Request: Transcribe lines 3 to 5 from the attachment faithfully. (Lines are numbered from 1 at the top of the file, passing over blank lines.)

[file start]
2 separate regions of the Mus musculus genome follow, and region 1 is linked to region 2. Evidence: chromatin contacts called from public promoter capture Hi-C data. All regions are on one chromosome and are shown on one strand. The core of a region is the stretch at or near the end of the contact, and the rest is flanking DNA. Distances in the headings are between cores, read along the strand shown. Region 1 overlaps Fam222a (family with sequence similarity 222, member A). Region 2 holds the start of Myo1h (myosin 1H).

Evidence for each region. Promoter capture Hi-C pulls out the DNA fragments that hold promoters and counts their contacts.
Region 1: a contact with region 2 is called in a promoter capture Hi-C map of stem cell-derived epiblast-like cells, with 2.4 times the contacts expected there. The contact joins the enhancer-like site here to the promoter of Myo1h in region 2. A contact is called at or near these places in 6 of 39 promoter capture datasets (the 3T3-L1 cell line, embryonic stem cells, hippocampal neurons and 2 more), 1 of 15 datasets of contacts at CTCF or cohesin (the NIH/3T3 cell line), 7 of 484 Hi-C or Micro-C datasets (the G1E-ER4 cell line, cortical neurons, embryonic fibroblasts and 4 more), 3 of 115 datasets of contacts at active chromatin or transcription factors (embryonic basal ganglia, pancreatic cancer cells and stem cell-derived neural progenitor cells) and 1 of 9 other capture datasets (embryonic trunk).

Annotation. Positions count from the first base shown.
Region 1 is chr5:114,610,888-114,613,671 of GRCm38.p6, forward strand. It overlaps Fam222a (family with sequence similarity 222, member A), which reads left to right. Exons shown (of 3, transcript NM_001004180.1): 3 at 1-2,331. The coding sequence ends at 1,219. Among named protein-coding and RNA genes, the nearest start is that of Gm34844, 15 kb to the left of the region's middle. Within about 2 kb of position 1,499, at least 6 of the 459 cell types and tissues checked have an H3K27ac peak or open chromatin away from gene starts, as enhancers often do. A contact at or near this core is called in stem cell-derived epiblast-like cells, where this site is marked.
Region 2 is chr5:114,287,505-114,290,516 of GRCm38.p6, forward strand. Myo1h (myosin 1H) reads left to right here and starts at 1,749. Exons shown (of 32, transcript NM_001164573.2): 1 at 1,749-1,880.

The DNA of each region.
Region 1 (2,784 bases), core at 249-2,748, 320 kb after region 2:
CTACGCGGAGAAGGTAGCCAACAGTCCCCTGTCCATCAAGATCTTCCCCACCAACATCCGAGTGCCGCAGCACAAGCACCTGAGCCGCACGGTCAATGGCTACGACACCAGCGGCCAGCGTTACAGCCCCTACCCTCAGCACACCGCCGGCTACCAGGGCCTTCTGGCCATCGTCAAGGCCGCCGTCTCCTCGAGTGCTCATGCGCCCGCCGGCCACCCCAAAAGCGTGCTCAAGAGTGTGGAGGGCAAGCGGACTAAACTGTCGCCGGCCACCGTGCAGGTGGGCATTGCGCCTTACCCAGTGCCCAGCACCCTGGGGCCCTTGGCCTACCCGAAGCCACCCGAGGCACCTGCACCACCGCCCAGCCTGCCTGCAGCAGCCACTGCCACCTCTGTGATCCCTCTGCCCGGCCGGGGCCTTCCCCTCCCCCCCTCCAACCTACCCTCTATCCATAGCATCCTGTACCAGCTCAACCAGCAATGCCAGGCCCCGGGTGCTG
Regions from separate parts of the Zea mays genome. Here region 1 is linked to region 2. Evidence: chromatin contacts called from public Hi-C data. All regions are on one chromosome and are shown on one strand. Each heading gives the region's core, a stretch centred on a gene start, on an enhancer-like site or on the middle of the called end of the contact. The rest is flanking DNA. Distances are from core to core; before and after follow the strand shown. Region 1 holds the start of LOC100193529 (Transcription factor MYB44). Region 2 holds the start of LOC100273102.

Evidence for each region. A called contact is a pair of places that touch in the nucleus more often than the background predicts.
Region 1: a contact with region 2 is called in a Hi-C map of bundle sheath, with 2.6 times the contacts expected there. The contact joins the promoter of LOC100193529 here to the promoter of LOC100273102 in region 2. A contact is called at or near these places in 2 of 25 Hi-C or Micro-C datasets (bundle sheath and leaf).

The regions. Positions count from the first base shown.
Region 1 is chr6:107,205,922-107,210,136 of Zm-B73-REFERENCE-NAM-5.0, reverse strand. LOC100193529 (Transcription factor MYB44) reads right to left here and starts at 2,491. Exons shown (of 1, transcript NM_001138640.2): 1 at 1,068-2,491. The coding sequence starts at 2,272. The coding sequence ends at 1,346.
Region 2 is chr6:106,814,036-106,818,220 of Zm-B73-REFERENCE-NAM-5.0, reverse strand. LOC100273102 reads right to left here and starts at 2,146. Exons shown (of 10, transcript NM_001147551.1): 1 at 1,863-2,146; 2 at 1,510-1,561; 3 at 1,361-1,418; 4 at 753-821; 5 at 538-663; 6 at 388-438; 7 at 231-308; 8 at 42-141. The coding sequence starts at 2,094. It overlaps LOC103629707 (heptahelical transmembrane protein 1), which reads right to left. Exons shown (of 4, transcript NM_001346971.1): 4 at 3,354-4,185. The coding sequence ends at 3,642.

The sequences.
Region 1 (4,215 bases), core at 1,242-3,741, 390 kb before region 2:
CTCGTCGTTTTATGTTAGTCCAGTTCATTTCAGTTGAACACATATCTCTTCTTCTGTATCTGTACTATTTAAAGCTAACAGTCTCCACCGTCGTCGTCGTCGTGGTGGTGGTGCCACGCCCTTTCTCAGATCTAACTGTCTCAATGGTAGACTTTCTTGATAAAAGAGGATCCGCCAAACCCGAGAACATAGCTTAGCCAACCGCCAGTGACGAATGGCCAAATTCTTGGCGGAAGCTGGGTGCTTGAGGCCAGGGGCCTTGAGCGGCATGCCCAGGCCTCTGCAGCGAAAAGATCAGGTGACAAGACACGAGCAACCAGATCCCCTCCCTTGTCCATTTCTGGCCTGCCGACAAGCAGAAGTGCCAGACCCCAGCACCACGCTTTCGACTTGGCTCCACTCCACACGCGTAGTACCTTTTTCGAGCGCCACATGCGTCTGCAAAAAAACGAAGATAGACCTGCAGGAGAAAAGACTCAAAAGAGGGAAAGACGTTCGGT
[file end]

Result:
Region 1: a contact with region 2 is called in a promoter capture Hi-C map of stem cell-derived epiblast-like cells, with 2.4 times the contacts expected there. The contact joins the enhancer-like site here to the promoter of Myo1h in region 2. A contact is called at or near these places in 6 of 39 promoter capture datasets (the 3T3-L1 cell line, embryonic stem cells, hippocampal neurons and 2 more), 1 of 15 datasets of contacts at CTCF or cohesin (the NIH/3T3 cell line), 7 of 484 Hi-C or Micro-C datasets (the G1E-ER4 cell line, cortical neurons, embryonic fibroblasts and 4 more), 3 of 115 datasets of contacts at active chromatin or transcription factors (embryonic basal ganglia, pancreatic cancer cells and stem cell-derived neural progenitor cells) and 1 of 9 other capture datasets (embryonic trunk).

Annotation. Positions count from the first base shown.
Region 1 is chr5:114,610,888-114,613,671 of GRCm38.p6, forward strand. It overlaps Fam222a (family with sequence similarity 222, member A), which reads left to right. Exons shown (of 3, transcript NM_001004180.1): 3 at 1-2,331. The coding sequence ends at 1,219. Among named protein-coding and RNA genes, the nearest start is that of Gm34844, 15 kb to the left of the region's middle. Within about 2 kb of position 1,499, at least 6 of the 459 cell types and tissues checked have an H3K27ac peak or open chromatin away from gene starts, as enhancers often do. A contact at or near this core is called in stem cell-derived epiblast-like cells, where this site is marked.